Jump to content

Normalized Google distance

From Wikipedia, the free encyclopedia

The normalized Google distance (NGD) is a semantic similarity measure derived from the number of hits returned by the Google search engine for a given set of keywords.[1] Keywords with the same or similar meanings in a natural language sense tend to be "close" in units of normalized Google distance, while words with dissimilar meanings tend to be farther apart.

Specifically, the NGD between two search terms x and y is

where N is the total number of web pages searched by Google multiplied by the average number of singleton search terms occurring on pages; f(x) and f(y) are the number of hits for search terms x and y, respectively; and f(xy) is the number of web pages on which both x and y occur.

If the then x and y are viewed as alike as possible, but if then x and y are very different. If the two search terms x and y never occur together on the same web page, but do occur separately, the NGD between them is infinite. If both terms always occur together, their NGD is zero.

Example: On 9 April 2013, googling for "Shakespeare" gave 130,000,000 hits; googling for "Macbeth" gave 26,000,000 hits; and googling for "Shakespeare Macbeth" gave 20,800,000 hits. The number of pages indexed by Google was estimated by the number of hits of the search term "the" which was 25,270,000,000 hits. Assuming there are about 1,000 search terms on the average page this gives . Hence


"Shakespeare" and "Macbeth" are very much alike according to the relative semantics supplied by Google.


The normalized Google distance is derived from the earlier normalized compression distance.[2][3] Namely, objects can be given literally, like the literal four-letter genome of a mouse, or the literal text of Macbeth by Shakespeare. The similarity of these objects is given by the NCD. For simplicity we take it that all meaning of the object is represented by the literal object itself. Objects can also be given by name, like 'the four-letter genome of a mouse,' or 'the text of Macbeth by Shakespeare.' There are also objects that cannot be given literally, but only by name, and that acquire their meaning from their contexts in background common knowledge in humankind, like "home" or "red". The similarity between names for objects is given by the NGD.

Google distribution and Google code[edit]

The probabilities of Google search terms, conceived as the frequencies of page counts returned by Google divided by the number of pages indexed by Google (multiplied by the average number of search terms in those pages), approximate the actual relative frequencies of those search terms as actually used in society. Based on this premise, the relations represented by the normalized Google distance approximately capture the assumed true semantic relations governing the search terms. In the NGD, the World Wide Web and Google are used. Other text corpora include Wikipedia, the King James version of the Bible or the Oxford English Dictionary together with appropriate search engines.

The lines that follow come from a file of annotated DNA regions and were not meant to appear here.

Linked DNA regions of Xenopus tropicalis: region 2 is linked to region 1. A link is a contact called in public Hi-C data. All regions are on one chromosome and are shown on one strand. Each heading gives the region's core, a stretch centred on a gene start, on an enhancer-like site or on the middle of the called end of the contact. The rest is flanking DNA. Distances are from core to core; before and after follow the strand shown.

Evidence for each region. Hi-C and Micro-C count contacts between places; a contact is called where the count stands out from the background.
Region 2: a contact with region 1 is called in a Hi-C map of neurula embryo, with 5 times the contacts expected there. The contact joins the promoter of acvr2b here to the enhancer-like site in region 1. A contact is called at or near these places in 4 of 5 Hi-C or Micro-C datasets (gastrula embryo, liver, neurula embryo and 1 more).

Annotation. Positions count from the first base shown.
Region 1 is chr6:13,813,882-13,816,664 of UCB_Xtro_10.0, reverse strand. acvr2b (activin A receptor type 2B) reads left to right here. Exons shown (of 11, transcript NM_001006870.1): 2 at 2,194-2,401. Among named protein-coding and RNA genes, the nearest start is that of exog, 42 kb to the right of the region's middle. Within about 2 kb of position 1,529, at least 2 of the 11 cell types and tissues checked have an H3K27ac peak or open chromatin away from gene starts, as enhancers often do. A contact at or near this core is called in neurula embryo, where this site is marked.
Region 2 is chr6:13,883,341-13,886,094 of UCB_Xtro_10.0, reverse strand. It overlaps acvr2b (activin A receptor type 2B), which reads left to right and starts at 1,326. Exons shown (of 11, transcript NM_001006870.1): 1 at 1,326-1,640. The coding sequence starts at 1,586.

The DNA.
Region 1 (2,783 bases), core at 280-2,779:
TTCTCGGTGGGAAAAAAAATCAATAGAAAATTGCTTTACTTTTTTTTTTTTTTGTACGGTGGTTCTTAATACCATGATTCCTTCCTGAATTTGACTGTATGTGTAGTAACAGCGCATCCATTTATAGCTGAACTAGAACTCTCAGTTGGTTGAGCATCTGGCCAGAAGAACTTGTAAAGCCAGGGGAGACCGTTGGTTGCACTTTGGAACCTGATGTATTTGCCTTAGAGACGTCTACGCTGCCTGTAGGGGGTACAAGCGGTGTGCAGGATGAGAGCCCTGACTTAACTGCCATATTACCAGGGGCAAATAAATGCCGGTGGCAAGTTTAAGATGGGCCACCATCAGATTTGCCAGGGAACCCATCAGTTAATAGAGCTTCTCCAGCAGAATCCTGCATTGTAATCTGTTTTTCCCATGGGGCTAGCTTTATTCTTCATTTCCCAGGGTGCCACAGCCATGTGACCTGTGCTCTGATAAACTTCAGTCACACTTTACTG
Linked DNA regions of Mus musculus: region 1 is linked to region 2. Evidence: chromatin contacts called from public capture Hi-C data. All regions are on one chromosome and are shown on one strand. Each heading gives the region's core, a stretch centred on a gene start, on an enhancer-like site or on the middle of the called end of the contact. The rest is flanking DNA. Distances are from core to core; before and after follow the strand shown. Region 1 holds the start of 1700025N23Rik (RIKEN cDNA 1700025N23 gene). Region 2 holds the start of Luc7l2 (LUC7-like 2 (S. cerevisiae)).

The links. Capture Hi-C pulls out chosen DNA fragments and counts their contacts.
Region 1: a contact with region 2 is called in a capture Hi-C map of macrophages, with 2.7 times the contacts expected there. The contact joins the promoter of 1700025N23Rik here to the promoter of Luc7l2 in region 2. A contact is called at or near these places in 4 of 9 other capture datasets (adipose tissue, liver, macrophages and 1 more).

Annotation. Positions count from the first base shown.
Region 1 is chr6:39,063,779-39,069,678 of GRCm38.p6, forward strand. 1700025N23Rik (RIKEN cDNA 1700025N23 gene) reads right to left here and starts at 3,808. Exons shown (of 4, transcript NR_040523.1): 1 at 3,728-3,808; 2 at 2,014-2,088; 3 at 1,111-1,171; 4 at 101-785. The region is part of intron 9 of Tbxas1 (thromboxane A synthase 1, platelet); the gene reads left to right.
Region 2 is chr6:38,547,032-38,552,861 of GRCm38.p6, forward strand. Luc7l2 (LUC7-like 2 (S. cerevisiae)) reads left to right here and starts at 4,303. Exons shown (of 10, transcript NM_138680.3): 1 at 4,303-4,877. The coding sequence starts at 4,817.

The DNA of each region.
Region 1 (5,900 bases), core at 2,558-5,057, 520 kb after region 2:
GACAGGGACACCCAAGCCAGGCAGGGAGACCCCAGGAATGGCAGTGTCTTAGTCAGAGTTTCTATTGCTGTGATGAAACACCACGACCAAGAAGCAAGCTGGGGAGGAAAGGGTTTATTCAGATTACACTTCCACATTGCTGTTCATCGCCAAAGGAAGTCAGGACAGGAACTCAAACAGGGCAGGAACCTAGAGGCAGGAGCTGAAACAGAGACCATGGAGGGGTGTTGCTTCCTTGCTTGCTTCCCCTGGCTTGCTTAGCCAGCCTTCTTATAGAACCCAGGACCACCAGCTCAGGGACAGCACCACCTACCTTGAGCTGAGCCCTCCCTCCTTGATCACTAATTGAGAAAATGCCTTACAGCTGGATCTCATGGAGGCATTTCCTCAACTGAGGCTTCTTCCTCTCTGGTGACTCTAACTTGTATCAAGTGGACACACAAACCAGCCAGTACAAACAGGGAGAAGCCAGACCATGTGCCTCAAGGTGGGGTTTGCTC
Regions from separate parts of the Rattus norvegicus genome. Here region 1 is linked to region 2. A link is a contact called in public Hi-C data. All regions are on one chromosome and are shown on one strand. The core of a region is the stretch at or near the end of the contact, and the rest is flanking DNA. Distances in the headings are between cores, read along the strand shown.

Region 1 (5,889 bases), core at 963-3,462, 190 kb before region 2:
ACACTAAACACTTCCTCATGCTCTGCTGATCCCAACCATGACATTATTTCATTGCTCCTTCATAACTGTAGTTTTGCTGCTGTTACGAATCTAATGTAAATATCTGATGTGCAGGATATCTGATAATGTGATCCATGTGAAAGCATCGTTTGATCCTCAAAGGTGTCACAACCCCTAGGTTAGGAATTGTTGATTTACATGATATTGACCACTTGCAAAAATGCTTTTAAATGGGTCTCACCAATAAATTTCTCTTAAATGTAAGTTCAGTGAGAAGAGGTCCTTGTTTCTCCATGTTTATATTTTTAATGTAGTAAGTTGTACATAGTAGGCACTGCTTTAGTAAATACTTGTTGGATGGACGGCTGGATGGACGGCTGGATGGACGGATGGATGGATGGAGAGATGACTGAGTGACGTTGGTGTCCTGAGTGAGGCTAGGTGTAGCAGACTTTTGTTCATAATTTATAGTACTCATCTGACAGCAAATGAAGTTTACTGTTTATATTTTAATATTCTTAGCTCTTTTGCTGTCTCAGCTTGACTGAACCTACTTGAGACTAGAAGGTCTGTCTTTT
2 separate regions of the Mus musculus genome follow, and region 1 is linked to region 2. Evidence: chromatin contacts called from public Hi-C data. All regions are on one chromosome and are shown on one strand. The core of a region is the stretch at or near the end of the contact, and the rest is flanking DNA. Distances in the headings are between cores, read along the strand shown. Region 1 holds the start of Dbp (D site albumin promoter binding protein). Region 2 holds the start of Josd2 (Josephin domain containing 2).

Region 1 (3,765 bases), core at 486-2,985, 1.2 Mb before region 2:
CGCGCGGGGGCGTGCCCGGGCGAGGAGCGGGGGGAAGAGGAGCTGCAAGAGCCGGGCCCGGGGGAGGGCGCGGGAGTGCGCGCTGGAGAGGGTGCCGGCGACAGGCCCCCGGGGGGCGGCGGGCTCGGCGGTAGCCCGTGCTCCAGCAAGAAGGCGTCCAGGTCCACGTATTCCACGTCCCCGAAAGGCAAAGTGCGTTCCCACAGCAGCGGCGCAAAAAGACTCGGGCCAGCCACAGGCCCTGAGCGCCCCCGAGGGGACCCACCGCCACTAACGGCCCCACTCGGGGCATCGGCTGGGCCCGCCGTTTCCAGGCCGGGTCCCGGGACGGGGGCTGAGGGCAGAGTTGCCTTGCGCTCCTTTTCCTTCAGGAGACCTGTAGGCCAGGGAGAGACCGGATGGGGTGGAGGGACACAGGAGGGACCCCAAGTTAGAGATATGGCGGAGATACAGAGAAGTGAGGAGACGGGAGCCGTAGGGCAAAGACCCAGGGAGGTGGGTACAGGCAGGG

The following properties are proved in:[1]

  • The NGD is roughly in between 0 and . It can be slightly negative. For example, "red red" gives about 20% more hits of Google on the World Wide Web than "red". (Mid 2013 there were hits for "red" and 5.500.000.000 hits for "red red". Presently, "red red" now returns far fewer results than "red".) If the then we view x and y as very dissimilar.
  • The NGD is not a metric. The NGD is zero for x and y that are not equal provided x and y do always occur together on the same web page. From the NGD formula we see that it is symmetric. The triangle property is not satisfied by the NGD. However, these results are theoretic. It is hard to come up with practical examples of the World Wide Web using Google that violate the triangle property.


Applications to colors versus numbers, primes versus non-primes and so are given in,[1] as well as a randomized massive experiment using WordNet categories. In the primes versus non-primes case and the WordNet experiment the NGD method is augmented with a support vector machine classifier. The experiments consist of 25 positive examples and 25 negative ones. The WordNet experiment consisted of 100 random WordNet categories. The NGD method had a success rate of 87.25%. The mean is 0.8725 while the standard deviation was 0.1169. These rates are about agreement with the WordNet categories which represent the knowledge of researchers with PhDs which entered them. It is rare to see agreement less than 75%.


  1. ^ a b c R.L. Cilibrasi; P.M.B. Vitanyi (2007). "The Google similarity distance". IEEE Trans. Knowledge and Data Engineering. 19 (3): 370–383. arXiv:cs/0412098. doi:10.1109/TKDE.2007.48. S2CID 59777.
  2. ^ R.L. Cilibrasi; P.M.B. Vitanyi (2005). "Clustering by Compression". IEEE Trans. Inf. Theory. 51: 12. arXiv:cs.CV/0312044. doi:10.1109/TKDE.2007.48. S2CID 59777.
  3. ^ M. Li; X. Chen; X. Li; B. Ma; P.M.B. Vitanyi (December 2004). "The similarity metric". IEEE Trans. Inf. Theory. 50 (12). Ieeexplore.ieee.org: 3250–3264. doi:10.1109/TIT.2004.838101. S2CID 221927.

Further reading[edit]